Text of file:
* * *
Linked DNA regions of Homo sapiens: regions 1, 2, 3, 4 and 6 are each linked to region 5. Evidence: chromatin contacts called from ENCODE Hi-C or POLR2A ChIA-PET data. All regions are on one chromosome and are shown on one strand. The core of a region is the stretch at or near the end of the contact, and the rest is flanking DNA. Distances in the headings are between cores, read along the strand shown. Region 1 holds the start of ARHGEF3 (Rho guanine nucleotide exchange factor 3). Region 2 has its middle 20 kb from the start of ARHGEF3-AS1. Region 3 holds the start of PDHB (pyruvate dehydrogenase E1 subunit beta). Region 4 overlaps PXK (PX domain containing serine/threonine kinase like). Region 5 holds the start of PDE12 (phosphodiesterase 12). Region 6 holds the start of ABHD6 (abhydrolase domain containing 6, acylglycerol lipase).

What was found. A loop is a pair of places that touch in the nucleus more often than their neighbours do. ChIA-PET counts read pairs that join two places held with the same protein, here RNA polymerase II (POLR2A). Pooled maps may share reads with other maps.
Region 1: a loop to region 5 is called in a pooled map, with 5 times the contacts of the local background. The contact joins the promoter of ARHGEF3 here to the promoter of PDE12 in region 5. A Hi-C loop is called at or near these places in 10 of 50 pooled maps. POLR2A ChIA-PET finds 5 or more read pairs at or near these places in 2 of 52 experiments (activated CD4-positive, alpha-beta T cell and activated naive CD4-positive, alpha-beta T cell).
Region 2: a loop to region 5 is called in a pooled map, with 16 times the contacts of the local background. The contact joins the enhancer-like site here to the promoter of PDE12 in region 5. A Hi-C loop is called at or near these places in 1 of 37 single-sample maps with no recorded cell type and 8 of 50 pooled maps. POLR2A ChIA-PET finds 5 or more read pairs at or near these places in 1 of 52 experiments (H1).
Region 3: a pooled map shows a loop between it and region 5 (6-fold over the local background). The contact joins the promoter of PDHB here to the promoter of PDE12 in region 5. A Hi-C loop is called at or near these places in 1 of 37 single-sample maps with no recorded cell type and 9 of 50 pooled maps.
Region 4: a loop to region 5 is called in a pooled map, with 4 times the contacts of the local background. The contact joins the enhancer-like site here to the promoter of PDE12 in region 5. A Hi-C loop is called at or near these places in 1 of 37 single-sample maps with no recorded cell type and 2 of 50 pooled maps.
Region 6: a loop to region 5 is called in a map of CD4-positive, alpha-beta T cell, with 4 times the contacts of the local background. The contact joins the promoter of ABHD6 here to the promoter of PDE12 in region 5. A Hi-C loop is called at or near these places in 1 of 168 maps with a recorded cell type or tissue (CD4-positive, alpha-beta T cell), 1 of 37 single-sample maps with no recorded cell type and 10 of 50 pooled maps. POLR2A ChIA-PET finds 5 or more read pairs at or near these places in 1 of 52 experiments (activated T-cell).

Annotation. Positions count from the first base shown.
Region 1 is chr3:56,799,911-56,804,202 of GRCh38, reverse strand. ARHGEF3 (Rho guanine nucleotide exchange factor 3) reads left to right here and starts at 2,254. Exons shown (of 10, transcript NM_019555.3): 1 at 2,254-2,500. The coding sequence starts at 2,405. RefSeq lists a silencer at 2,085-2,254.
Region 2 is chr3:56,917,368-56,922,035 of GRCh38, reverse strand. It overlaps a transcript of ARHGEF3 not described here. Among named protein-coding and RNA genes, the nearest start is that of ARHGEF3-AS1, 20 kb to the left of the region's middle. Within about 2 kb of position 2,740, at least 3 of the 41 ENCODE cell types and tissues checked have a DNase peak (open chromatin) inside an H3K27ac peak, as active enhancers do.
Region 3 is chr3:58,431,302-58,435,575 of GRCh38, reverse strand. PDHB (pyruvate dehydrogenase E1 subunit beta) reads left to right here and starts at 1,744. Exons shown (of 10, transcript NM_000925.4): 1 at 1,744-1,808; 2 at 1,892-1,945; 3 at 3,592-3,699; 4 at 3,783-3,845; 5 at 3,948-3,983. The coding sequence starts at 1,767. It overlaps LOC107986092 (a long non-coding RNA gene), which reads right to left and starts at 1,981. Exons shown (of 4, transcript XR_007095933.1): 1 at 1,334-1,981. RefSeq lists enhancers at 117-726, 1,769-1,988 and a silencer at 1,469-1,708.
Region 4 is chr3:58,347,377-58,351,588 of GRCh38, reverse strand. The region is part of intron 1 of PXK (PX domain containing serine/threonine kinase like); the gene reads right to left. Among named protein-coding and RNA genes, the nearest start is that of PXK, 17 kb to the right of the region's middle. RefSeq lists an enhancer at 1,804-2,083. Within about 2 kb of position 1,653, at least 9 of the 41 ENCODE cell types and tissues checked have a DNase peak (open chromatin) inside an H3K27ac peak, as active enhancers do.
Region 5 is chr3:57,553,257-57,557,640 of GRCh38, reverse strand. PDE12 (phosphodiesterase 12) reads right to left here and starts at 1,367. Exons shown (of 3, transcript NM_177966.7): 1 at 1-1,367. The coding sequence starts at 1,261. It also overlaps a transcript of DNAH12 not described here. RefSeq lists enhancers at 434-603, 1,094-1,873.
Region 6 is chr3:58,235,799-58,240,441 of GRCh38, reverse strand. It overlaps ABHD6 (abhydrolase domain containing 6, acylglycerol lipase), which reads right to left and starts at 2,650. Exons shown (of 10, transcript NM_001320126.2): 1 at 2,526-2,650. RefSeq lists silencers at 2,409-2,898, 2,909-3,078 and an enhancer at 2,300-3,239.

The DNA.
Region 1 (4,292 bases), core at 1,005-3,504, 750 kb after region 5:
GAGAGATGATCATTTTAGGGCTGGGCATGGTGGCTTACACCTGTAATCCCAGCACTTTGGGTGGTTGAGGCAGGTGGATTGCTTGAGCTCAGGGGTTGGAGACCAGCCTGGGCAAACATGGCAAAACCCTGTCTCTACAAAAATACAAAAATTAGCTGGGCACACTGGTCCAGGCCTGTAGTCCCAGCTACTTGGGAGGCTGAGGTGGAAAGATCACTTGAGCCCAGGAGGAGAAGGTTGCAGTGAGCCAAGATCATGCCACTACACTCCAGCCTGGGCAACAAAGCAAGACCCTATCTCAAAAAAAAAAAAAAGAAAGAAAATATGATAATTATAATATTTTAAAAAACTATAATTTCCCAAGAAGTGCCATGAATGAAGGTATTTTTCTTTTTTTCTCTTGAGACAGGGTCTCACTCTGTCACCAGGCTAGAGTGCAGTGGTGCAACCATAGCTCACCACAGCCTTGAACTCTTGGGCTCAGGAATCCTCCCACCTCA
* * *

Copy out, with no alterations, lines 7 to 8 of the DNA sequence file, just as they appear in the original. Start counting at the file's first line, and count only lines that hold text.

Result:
Region 6: a loop to region 5 is called in a map of CD4-positive, alpha-beta T cell, with 4 times the contacts of the local background. The contact joins the promoter of ABHD6 here to the promoter of PDE12 in region 5. A Hi-C loop is called at or near these places in 1 of 168 maps with a recorded cell type or tissue (CD4-positive, alpha-beta T cell), 1 of 37 single-sample maps with no recorded cell type and 10 of 50 pooled maps. POLR2A ChIA-PET finds 5 or more read pairs at or near these places in 1 of 52 experiments (activated T-cell).

Annotation. Positions count from the first base shown.